From: DCHAS Membership Chair <membership**At_Symbol_Here**DCHAS.ORG>
Subject: [DCHAS-L] C&EN story: Differentiating between green chemistry and sustainable chemistry in Congress
Date: Tue, 30 Jul 2019 07:46:08 -0400
Reply-To: ACS Division of Chemical Health and Safety <DCHAS-L**At_Symbol_Here**PRINCETON.EDU>
Message-ID: EEB819F7-EA25-4266-824E-D421848B6501**At_Symbol_Here**

Differentiating between green chemistry and sustainable chemistry in Congress

Congressional panel examines two concepts, one well-defined with history, the other newer and less distinct

Experts picked at the differences between the defined field of green chemistry and the more imprecise concept of sustainable chemistry at a July 25 US congressional hearing. Their discussions could influence legislation backed by industry and academics that would focus federal efforts on characterizing and directing grant funding to sustainable chemistry.

Green chemistry has a longer history, with principles established in the 1990s, said Julie Zimmerman, deputy director of the Center for Green Chemistry and Green Engineering at Yale University. According to the US Environmental Protection Agency, ‰??Green chemistry is the design of chemical products and processes that reduce or eliminate the generation of hazardous substances.‰??

‰??The term ‰??sustainable chemistry‰?? has been introduced more recently and possesses countless definitions‰?? put forth by individuals, companies, trade associations, not-for-profit organizations, and governmental entities, Zimmerman told the House Science, Space, and Technology Subcommittee on Research and Technology.

The Organisation for Economic Co-operation and Development, for example, defines sustainable chemistry as ‰??a scientific concept that seeks to improve the efficiency with which natural resources are used to meet human needs for chemical products and services.‰??

Tim Persons, chief scientist at the US Government Accountability Office (GAO), said at the hearing that the foremost requirement for promoting the promise of sustainable chemistry is to define it and for broad agreement on ways to measure or assess it.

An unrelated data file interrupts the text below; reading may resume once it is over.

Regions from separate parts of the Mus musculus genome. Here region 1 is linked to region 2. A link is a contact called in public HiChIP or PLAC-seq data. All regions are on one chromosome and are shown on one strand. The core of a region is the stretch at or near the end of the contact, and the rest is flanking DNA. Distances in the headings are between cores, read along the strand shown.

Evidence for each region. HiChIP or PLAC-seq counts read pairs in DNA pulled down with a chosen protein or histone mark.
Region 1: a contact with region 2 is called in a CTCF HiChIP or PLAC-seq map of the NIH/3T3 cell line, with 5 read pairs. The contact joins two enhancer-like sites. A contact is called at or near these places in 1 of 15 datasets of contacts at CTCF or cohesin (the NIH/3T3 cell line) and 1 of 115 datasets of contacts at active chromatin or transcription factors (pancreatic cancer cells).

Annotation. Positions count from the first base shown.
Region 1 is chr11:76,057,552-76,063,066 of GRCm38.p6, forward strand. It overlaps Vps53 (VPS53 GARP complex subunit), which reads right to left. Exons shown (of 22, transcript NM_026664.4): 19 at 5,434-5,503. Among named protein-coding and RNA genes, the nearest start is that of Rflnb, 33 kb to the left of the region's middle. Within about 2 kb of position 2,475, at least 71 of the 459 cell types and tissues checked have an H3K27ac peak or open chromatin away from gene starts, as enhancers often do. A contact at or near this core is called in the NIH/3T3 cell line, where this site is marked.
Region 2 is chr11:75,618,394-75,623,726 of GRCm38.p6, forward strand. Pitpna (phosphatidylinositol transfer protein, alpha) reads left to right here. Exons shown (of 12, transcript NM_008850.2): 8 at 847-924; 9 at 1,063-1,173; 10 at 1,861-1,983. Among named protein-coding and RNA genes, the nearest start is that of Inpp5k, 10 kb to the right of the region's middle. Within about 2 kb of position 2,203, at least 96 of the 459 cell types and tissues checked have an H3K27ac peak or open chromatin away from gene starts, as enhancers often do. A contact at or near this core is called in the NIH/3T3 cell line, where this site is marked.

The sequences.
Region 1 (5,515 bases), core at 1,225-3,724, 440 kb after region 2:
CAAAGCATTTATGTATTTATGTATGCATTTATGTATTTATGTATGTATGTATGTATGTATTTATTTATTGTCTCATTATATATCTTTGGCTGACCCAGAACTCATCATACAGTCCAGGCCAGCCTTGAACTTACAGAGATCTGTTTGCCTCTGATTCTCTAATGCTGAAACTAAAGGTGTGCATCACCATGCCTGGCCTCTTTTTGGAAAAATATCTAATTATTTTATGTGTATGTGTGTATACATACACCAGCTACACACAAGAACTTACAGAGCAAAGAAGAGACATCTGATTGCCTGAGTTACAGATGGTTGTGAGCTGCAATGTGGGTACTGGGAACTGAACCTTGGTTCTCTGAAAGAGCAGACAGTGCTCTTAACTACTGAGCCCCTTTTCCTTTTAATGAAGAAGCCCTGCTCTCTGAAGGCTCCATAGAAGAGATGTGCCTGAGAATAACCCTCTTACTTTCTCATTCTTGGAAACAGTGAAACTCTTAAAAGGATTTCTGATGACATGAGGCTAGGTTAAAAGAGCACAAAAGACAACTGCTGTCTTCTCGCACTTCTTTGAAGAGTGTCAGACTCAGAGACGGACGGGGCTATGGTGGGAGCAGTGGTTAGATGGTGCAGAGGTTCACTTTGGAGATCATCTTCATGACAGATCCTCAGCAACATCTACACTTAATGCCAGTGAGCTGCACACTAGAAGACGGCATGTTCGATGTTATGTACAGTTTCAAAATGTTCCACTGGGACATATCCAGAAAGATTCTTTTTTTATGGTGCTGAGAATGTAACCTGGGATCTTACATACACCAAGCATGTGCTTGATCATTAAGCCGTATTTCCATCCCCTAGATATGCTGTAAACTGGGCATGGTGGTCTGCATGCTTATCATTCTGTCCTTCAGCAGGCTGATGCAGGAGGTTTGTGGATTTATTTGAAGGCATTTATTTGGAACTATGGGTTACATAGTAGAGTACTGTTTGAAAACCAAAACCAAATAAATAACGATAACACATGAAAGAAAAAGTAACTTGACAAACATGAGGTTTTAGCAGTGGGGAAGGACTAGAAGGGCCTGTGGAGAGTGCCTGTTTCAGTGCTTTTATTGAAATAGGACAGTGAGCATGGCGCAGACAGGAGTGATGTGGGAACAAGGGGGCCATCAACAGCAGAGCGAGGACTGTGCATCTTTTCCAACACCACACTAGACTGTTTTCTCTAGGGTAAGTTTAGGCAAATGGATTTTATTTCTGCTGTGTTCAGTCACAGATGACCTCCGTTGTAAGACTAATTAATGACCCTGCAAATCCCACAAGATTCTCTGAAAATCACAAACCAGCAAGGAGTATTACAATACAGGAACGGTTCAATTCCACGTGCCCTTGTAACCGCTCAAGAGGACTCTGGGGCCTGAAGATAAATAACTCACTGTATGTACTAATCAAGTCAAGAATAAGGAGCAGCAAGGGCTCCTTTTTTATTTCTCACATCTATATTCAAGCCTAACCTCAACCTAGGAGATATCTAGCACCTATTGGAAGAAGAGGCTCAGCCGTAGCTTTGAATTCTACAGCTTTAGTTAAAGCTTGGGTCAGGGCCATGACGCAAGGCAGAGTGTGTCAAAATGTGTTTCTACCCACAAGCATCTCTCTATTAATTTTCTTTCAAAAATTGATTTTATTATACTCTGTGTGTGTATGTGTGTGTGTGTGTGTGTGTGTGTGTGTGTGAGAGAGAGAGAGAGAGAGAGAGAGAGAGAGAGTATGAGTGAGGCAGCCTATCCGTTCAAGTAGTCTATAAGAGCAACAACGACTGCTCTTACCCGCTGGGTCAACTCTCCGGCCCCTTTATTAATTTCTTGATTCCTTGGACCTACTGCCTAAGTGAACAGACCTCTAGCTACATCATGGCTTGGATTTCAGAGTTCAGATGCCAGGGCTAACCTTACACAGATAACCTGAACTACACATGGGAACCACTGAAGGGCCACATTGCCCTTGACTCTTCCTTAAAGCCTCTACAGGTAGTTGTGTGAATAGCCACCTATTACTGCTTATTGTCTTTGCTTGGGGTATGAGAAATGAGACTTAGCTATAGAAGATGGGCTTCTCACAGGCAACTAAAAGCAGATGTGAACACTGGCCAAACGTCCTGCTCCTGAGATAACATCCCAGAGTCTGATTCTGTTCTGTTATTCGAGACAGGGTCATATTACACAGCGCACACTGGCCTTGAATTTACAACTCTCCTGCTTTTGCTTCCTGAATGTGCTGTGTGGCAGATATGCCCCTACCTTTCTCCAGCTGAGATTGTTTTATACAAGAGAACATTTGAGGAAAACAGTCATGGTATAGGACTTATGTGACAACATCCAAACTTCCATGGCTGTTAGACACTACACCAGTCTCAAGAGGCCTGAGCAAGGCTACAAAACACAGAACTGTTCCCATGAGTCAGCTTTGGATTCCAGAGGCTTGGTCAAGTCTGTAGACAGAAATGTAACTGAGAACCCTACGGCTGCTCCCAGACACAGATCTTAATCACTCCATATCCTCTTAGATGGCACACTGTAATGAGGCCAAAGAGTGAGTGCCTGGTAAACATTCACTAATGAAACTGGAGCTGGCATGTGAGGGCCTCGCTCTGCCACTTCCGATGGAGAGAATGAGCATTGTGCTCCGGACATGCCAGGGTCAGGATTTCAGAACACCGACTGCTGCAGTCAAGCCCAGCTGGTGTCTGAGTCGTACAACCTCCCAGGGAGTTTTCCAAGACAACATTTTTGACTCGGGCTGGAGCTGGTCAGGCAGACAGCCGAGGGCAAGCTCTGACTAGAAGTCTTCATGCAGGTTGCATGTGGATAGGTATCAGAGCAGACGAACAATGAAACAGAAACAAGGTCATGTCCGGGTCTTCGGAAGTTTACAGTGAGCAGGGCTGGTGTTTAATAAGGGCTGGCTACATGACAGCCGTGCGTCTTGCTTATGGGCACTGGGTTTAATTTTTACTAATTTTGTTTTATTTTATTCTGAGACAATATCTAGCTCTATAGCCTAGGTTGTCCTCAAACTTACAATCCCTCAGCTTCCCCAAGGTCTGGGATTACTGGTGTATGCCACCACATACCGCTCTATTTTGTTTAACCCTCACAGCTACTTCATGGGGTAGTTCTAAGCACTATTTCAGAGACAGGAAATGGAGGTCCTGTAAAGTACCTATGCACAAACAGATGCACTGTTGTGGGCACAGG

Another key need is ‰??a standardized approach for assessing the sustainability of chemical processes or products,‰?? Persons told the subcommittee. So is ‰??better information on product content throughout the supply chain, and more complete data on the health and environmental impacts of chemicals throughout their life cycle.‰?? Without these types of information, ‰??stakeholders can‰??t make informed decisions that compare the sustainability of various products,‰?? he said.

But the US chemical industry‰??s main lobbying group, the American Chemistry Council, wants elasticity to be a feature. ‰??There does need to be some element of flexibility in defining sustainable chemistry and for any criteria that are applied to it,‰?? said Anne Kolton, an ACC executive vice president. For instance, in more arid regions of the US, chemicals or industrial processes that use water more efficiently might be prioritized over other sustainability goals, she told the panel.

(more at URL above)

For more information about the DCHAS-L e-mail list, contact the Divisional membership chair at membership**At_Symbol_Here**
Follow us on Twitter **At_Symbol_Here**acsdchas

Previous post   |  Top of Page   |   Next post

The content of this page reflects the personal opinion(s) of the author(s) only, not the American Chemical Society, ILPI, Safety Emporium, or any other party. Use of any information on this page is at the reader's own risk. Unauthorized reproduction of these materials is prohibited. Send questions/comments about the archive to
The maintenance and hosting of the DCHAS-L archive is provided through the generous support of Safety Emporium.